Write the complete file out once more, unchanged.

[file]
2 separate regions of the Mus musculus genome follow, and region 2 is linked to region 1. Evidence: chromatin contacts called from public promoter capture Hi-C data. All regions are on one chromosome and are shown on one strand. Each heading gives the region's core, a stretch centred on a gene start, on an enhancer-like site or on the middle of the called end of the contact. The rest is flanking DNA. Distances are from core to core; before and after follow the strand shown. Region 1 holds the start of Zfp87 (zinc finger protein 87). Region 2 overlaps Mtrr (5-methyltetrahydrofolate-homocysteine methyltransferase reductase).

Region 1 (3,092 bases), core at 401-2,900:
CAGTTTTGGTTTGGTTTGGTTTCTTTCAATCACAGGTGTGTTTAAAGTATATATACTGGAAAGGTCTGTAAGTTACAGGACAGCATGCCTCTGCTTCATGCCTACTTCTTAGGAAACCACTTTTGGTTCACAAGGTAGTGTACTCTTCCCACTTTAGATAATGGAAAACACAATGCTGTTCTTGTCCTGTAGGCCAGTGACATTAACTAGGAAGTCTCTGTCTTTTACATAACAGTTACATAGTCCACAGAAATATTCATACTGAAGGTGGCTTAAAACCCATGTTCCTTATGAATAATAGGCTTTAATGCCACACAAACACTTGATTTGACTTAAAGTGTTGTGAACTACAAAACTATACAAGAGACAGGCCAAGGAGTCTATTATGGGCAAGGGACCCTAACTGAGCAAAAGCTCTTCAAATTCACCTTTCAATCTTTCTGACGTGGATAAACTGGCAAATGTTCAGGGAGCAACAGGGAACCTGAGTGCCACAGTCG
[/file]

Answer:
2 separate regions of the Mus musculus genome follow, and region 2 is linked to region 1. Evidence: chromatin contacts called from public promoter capture Hi-C data. All regions are on one chromosome and are shown on one strand. Each heading gives the region's core, a stretch centred on a gene start, on an enhancer-like site or on the middle of the called end of the contact. The rest is flanking DNA. Distances are from core to core; before and after follow the strand shown. Region 1 holds the start of Zfp87 (zinc finger protein 87). Region 2 overlaps Mtrr (5-methyltetrahydrofolate-homocysteine methyltransferase reductase).

Region 1 (3,092 bases), core at 401-2,900:
CAGTTTTGGTTTGGTTTGGTTTCTTTCAATCACAGGTGTGTTTAAAGTATATATACTGGAAAGGTCTGTAAGTTACAGGACAGCATGCCTCTGCTTCATGCCTACTTCTTAGGAAACCACTTTTGGTTCACAAGGTAGTGTACTCTTCCCACTTTAGATAATGGAAAACACAATGCTGTTCTTGTCCTGTAGGCCAGTGACATTAACTAGGAAGTCTCTGTCTTTTACATAACAGTTACATAGTCCACAGAAATATTCATACTGAAGGTGGCTTAAAACCCATGTTCCTTATGAATAATAGGCTTTAATGCCACACAAACACTTGATTTGACTTAAAGTGTTGTGAACTACAAAACTATACAAGAGACAGGCCAAGGAGTCTATTATGGGCAAGGGACCCTAACTGAGCAAAAGCTCTTCAAATTCACCTTTCAATCTTTCTGACGTGGATAAACTGGCAAATGTTCAGGGAGCAACAGGGAACCTGAGTGCCACAGTCG